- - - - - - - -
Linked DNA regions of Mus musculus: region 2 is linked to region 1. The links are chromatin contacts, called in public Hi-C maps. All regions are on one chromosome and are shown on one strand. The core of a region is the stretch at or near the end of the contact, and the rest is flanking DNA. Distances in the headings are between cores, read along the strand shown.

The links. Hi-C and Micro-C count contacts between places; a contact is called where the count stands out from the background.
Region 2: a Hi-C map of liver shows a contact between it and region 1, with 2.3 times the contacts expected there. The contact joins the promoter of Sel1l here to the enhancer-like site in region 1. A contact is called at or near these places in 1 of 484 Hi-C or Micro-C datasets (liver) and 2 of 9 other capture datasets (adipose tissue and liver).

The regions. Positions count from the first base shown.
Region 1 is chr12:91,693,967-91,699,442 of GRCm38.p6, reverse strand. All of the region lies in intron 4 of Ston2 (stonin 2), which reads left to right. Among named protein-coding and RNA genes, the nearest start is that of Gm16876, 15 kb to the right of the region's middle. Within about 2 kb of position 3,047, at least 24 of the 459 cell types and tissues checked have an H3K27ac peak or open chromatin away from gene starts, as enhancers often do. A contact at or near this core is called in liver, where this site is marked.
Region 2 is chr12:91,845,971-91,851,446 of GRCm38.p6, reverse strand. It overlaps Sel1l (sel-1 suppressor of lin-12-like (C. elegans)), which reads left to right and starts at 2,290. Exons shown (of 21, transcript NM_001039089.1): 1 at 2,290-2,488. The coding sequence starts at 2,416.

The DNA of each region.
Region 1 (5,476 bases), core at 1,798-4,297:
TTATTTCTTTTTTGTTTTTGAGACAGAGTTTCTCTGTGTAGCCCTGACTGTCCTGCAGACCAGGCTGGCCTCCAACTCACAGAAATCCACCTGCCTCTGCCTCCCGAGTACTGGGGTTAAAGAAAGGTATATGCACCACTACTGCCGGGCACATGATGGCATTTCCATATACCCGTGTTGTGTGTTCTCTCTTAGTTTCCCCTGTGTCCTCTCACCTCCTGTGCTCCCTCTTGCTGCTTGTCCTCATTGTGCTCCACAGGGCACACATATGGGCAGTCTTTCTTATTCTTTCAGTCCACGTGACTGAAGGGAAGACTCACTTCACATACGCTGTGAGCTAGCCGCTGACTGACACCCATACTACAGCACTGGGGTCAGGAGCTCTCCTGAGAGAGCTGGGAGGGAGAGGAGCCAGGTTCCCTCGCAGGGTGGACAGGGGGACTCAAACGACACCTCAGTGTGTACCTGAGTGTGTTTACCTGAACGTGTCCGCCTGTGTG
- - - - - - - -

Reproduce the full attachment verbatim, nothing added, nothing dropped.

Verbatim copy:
Linked DNA regions of Mus musculus: region 2 is linked to region 1. The links are chromatin contacts, called in public Hi-C maps. All regions are on one chromosome and are shown on one strand. The core of a region is the stretch at or near the end of the contact, and the rest is flanking DNA. Distances in the headings are between cores, read along the strand shown.

The links. Hi-C and Micro-C count contacts between places; a contact is called where the count stands out from the background.
Region 2: a Hi-C map of liver shows a contact between it and region 1, with 2.3 times the contacts expected there. The contact joins the promoter of Sel1l here to the enhancer-like site in region 1. A contact is called at or near these places in 1 of 484 Hi-C or Micro-C datasets (liver) and 2 of 9 other capture datasets (adipose tissue and liver).

The regions. Positions count from the first base shown.
Region 1 is chr12:91,693,967-91,699,442 of GRCm38.p6, reverse strand. All of the region lies in intron 4 of Ston2 (stonin 2), which reads left to right. Among named protein-coding and RNA genes, the nearest start is that of Gm16876, 15 kb to the right of the region's middle. Within about 2 kb of position 3,047, at least 24 of the 459 cell types and tissues checked have an H3K27ac peak or open chromatin away from gene starts, as enhancers often do. A contact at or near this core is called in liver, where this site is marked.
Region 2 is chr12:91,845,971-91,851,446 of GRCm38.p6, reverse strand. It overlaps Sel1l (sel-1 suppressor of lin-12-like (C. elegans)), which reads left to right and starts at 2,290. Exons shown (of 21, transcript NM_001039089.1): 1 at 2,290-2,488. The coding sequence starts at 2,416.

The DNA of each region.
Region 1 (5,476 bases), core at 1,798-4,297:
TTATTTCTTTTTTGTTTTTGAGACAGAGTTTCTCTGTGTAGCCCTGACTGTCCTGCAGACCAGGCTGGCCTCCAACTCACAGAAATCCACCTGCCTCTGCCTCCCGAGTACTGGGGTTAAAGAAAGGTATATGCACCACTACTGCCGGGCACATGATGGCATTTCCATATACCCGTGTTGTGTGTTCTCTCTTAGTTTCCCCTGTGTCCTCTCACCTCCTGTGCTCCCTCTTGCTGCTTGTCCTCATTGTGCTCCACAGGGCACACATATGGGCAGTCTTTCTTATTCTTTCAGTCCACGTGACTGAAGGGAAGACTCACTTCACATACGCTGTGAGCTAGCCGCTGACTGACACCCATACTACAGCACTGGGGTCAGGAGCTCTCCTGAGAGAGCTGGGAGGGAGAGGAGCCAGGTTCCCTCGCAGGGTGGACAGGGGGACTCAAACGACACCTCAGTGTGTACCTGAGTGTGTTTACCTGAACGTGTCCGCCTGTGTG